Candidate, Lucas County Recorder

“Thank you for the opportunity to speak today. It’s important to listen to the candidates that are here and I ask for your vote,” explained Michael Ashford, Lucas County Recorder and chairman Lucas County Democratic Party.


Candidates, Ohio Senate District 11

“It’s unfortunate that we live in a society where people care if you’re a Democrat or Republican, I say who cares. We need to get back to basics and fight for our state and our cities. We need to move forward to help our youth. I have volunteered with a boxing gym that provided positive opportunities for the youth,” explained Tony Dia.

“This area used to be Ohio District 44 and I used to serve Ohio District 44, but it’s no longer Ohio District 44. I am now running for Ohio Senate District 11. I am the most qualified candidate, I want to continue to represent this community and also the entire county. Many of you have seen my successful history, from my time as Toledo’s Mayor and on Toledo city council,” explained State Rep. Paula Hicks-Hudson.


Candidate, Ohio House District 41

“I’m a social worker by trade, and saw so many negative things going on that led me to become an activist. I want to take that activism to the legislature. Being a social worker has taught me how to listen. I will do what I can to ensure that the make the laws, follow the law. I’m a pro choice candidate even though I was raised Catholic. I don’t believe that it’s the state’s job to make that choice,” explained Nancy Larson.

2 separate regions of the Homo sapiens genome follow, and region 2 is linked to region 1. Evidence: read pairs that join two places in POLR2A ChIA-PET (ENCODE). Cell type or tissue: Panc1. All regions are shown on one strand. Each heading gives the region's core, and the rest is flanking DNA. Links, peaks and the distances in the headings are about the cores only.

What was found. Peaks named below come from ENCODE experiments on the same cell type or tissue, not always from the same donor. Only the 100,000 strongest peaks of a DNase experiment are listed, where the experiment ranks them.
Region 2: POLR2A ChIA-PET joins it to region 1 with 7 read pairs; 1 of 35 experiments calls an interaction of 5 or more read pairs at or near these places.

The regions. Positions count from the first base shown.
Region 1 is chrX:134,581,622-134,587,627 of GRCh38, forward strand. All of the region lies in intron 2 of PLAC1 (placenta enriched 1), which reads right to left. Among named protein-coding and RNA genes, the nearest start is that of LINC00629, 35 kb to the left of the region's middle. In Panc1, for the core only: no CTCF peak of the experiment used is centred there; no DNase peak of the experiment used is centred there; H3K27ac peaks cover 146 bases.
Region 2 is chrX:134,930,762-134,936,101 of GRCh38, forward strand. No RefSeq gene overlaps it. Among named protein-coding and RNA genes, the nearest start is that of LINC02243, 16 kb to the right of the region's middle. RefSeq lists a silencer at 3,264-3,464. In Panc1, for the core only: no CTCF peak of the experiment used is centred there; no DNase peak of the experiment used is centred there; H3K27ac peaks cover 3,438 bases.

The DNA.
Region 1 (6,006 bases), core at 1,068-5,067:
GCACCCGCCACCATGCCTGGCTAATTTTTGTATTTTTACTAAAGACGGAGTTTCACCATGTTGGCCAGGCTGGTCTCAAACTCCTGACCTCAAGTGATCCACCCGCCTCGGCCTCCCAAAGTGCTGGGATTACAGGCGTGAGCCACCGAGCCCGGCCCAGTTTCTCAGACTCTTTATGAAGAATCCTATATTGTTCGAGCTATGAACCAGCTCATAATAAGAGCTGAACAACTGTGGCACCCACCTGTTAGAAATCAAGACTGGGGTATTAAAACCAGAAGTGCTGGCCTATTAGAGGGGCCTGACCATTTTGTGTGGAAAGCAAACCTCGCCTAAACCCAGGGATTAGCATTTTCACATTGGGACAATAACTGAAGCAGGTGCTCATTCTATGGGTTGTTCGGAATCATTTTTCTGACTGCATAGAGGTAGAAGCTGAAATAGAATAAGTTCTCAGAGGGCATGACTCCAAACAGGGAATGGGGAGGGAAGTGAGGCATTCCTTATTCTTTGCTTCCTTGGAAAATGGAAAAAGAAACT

Candidate, Ohio House District 42

“How can we address the housing stock problem? Let me start by saying that I am a Democrat, but when people see that label they already have something to say about me. My community work shows that I am committed to this community. When we talk about affordable housing, why aren’t we talking about homeownership. Let’s have real conversations with community leaders. People don’t just want affordable housing, they want a house that is livable. They want a home where they can raise their families while remaining safe and secure,” explained Erika White.